Smile and feel safe: Big Brother sees all
We are about to see — well, maybe “learn” would be a more discreet word — how committed Americans are to homeland security.
At Sky Harbor International Airport in Phoenix, the federal Transportation Security Administration is trying out new machinery that X-rays passengers’ bodies, seeing through their clothes. It’s like an electronic strip search, except that the equipment has been adjusted to make it less than totally revealing.
However, “the more obscure they make the image, the more obscure the contraband, weapons and explosives,” says Barry Steinhardt, director of the Technology and Liberty Project at the American Civil Liberties Union in Washington, D.C. “... You shouldn’t have to be strip-searched to get on an airplane.”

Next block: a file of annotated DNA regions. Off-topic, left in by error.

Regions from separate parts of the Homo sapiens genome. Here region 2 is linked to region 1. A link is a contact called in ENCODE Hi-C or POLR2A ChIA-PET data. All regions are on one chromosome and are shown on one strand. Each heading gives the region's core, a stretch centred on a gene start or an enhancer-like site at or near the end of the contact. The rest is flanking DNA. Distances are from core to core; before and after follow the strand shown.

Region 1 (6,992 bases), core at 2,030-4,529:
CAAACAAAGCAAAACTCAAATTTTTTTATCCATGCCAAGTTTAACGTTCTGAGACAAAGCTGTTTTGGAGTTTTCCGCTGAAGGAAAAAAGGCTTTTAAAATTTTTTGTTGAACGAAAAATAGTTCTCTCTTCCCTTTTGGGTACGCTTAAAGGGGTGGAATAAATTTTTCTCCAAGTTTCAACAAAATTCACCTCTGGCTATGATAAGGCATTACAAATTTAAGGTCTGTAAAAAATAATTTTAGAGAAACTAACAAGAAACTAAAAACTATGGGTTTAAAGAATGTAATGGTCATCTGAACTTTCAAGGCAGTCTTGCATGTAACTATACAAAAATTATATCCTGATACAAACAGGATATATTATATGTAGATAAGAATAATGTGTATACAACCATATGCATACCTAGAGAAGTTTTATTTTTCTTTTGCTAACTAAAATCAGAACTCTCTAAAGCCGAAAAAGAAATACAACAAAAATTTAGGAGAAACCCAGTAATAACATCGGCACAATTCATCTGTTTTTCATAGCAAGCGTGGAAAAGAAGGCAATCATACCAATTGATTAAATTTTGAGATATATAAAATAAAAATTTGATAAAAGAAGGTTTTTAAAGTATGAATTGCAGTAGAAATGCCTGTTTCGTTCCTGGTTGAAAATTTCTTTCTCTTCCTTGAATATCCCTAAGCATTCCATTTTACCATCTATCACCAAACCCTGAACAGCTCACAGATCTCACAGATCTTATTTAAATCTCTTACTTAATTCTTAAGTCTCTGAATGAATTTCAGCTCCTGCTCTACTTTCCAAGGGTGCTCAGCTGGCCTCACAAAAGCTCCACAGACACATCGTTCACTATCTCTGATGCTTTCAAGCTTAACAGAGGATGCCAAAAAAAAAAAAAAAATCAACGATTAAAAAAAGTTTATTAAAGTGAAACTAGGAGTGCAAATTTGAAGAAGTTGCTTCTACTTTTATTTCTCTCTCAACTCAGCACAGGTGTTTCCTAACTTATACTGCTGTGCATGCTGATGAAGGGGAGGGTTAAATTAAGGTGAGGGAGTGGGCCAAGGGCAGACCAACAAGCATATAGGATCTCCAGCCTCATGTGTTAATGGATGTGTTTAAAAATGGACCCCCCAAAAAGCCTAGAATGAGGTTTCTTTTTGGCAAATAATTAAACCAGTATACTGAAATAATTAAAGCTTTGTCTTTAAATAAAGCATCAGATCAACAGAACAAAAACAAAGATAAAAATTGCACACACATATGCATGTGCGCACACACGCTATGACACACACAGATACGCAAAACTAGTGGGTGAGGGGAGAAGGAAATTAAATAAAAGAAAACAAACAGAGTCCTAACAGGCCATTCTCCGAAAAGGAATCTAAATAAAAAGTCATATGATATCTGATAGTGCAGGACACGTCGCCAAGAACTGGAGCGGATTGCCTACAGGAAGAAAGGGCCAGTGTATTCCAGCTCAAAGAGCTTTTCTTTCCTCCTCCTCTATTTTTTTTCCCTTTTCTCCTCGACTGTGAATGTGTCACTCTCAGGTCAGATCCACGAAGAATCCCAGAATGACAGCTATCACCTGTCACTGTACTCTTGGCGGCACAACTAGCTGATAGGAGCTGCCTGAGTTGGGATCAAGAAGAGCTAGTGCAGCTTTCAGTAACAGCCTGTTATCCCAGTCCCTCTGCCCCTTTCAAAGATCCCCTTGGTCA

Not every passenger will be X-rayed. Those who fail the standard screening will have a choice between the new device and a pat-down search. So it’s not a forced intrusion, but it comes close enough to underscore the tension between privacy rights and security.
Americans were already debating whether the government ought to be able to listen in on electronic communications without a warrant from a court. But this airport Peeping Tom puts some flesh on the debate.
How much liberty are we willing to give up in order to be more “secure”? And how far do we trust Uncle Sam with our personal secrets?